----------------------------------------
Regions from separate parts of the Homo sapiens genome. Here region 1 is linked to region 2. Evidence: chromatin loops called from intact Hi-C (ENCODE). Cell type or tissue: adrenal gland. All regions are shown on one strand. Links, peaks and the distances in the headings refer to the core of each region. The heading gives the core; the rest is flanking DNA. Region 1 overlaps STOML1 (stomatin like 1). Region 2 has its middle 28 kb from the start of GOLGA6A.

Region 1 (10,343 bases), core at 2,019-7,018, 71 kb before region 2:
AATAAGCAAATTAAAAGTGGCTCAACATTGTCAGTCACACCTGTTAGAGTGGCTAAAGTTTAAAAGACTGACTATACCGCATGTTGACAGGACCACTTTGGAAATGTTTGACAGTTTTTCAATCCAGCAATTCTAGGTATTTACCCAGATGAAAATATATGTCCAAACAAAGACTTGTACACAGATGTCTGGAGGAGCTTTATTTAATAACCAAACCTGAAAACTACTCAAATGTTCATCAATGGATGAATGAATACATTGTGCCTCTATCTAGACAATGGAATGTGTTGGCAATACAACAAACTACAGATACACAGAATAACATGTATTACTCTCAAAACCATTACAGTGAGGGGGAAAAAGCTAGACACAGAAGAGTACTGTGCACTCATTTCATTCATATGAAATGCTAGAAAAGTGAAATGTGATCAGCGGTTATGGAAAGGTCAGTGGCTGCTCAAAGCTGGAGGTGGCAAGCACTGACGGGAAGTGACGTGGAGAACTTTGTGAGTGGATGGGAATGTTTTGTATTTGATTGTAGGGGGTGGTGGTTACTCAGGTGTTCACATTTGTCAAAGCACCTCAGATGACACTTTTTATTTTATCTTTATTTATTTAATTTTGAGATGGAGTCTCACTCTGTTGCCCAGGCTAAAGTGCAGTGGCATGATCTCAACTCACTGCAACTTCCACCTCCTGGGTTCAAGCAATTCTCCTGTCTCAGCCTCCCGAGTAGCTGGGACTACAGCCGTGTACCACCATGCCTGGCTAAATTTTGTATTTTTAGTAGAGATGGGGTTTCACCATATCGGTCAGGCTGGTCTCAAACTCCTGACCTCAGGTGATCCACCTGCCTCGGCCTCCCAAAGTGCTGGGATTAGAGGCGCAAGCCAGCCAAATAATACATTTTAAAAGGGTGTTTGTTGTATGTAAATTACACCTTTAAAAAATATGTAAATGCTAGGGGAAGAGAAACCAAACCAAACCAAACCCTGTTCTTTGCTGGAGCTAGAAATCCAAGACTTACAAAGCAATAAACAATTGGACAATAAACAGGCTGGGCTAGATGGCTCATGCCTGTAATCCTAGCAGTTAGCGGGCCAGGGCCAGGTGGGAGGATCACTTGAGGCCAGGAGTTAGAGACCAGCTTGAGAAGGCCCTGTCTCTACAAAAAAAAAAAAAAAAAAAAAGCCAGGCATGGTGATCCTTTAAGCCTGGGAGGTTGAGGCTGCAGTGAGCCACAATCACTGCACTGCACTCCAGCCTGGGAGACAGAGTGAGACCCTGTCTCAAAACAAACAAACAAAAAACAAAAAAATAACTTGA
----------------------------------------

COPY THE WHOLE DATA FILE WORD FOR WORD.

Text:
Regions from separate parts of the Homo sapiens genome. Here region 1 is linked to region 2. Evidence: chromatin loops called from intact Hi-C (ENCODE). Cell type or tissue: adrenal gland. All regions are shown on one strand. Links, peaks and the distances in the headings refer to the core of each region. The heading gives the core; the rest is flanking DNA. Region 1 overlaps STOML1 (stomatin like 1). Region 2 has its middle 28 kb from the start of GOLGA6A.

Region 1 (10,343 bases), core at 2,019-7,018, 71 kb before region 2:
AATAAGCAAATTAAAAGTGGCTCAACATTGTCAGTCACACCTGTTAGAGTGGCTAAAGTTTAAAAGACTGACTATACCGCATGTTGACAGGACCACTTTGGAAATGTTTGACAGTTTTTCAATCCAGCAATTCTAGGTATTTACCCAGATGAAAATATATGTCCAAACAAAGACTTGTACACAGATGTCTGGAGGAGCTTTATTTAATAACCAAACCTGAAAACTACTCAAATGTTCATCAATGGATGAATGAATACATTGTGCCTCTATCTAGACAATGGAATGTGTTGGCAATACAACAAACTACAGATACACAGAATAACATGTATTACTCTCAAAACCATTACAGTGAGGGGGAAAAAGCTAGACACAGAAGAGTACTGTGCACTCATTTCATTCATATGAAATGCTAGAAAAGTGAAATGTGATCAGCGGTTATGGAAAGGTCAGTGGCTGCTCAAAGCTGGAGGTGGCAAGCACTGACGGGAAGTGACGTGGAGAACTTTGTGAGTGGATGGGAATGTTTTGTATTTGATTGTAGGGGGTGGTGGTTACTCAGGTGTTCACATTTGTCAAAGCACCTCAGATGACACTTTTTATTTTATCTTTATTTATTTAATTTTGAGATGGAGTCTCACTCTGTTGCCCAGGCTAAAGTGCAGTGGCATGATCTCAACTCACTGCAACTTCCACCTCCTGGGTTCAAGCAATTCTCCTGTCTCAGCCTCCCGAGTAGCTGGGACTACAGCCGTGTACCACCATGCCTGGCTAAATTTTGTATTTTTAGTAGAGATGGGGTTTCACCATATCGGTCAGGCTGGTCTCAAACTCCTGACCTCAGGTGATCCACCTGCCTCGGCCTCCCAAAGTGCTGGGATTAGAGGCGCAAGCCAGCCAAATAATACATTTTAAAAGGGTGTTTGTTGTATGTAAATTACACCTTTAAAAAATATGTAAATGCTAGGGGAAGAGAAACCAAACCAAACCAAACCCTGTTCTTTGCTGGAGCTAGAAATCCAAGACTTACAAAGCAATAAACAATTGGACAATAAACAGGCTGGGCTAGATGGCTCATGCCTGTAATCCTAGCAGTTAGCGGGCCAGGGCCAGGTGGGAGGATCACTTGAGGCCAGGAGTTAGAGACCAGCTTGAGAAGGCCCTGTCTCTACAAAAAAAAAAAAAAAAAAAAAGCCAGGCATGGTGATCCTTTAAGCCTGGGAGGTTGAGGCTGCAGTGAGCCACAATCACTGCACTGCACTCCAGCCTGGGAGACAGAGTGAGACCCTGTCTCAAAACAAACAAACAAAAAACAAAAAAATAACTTGA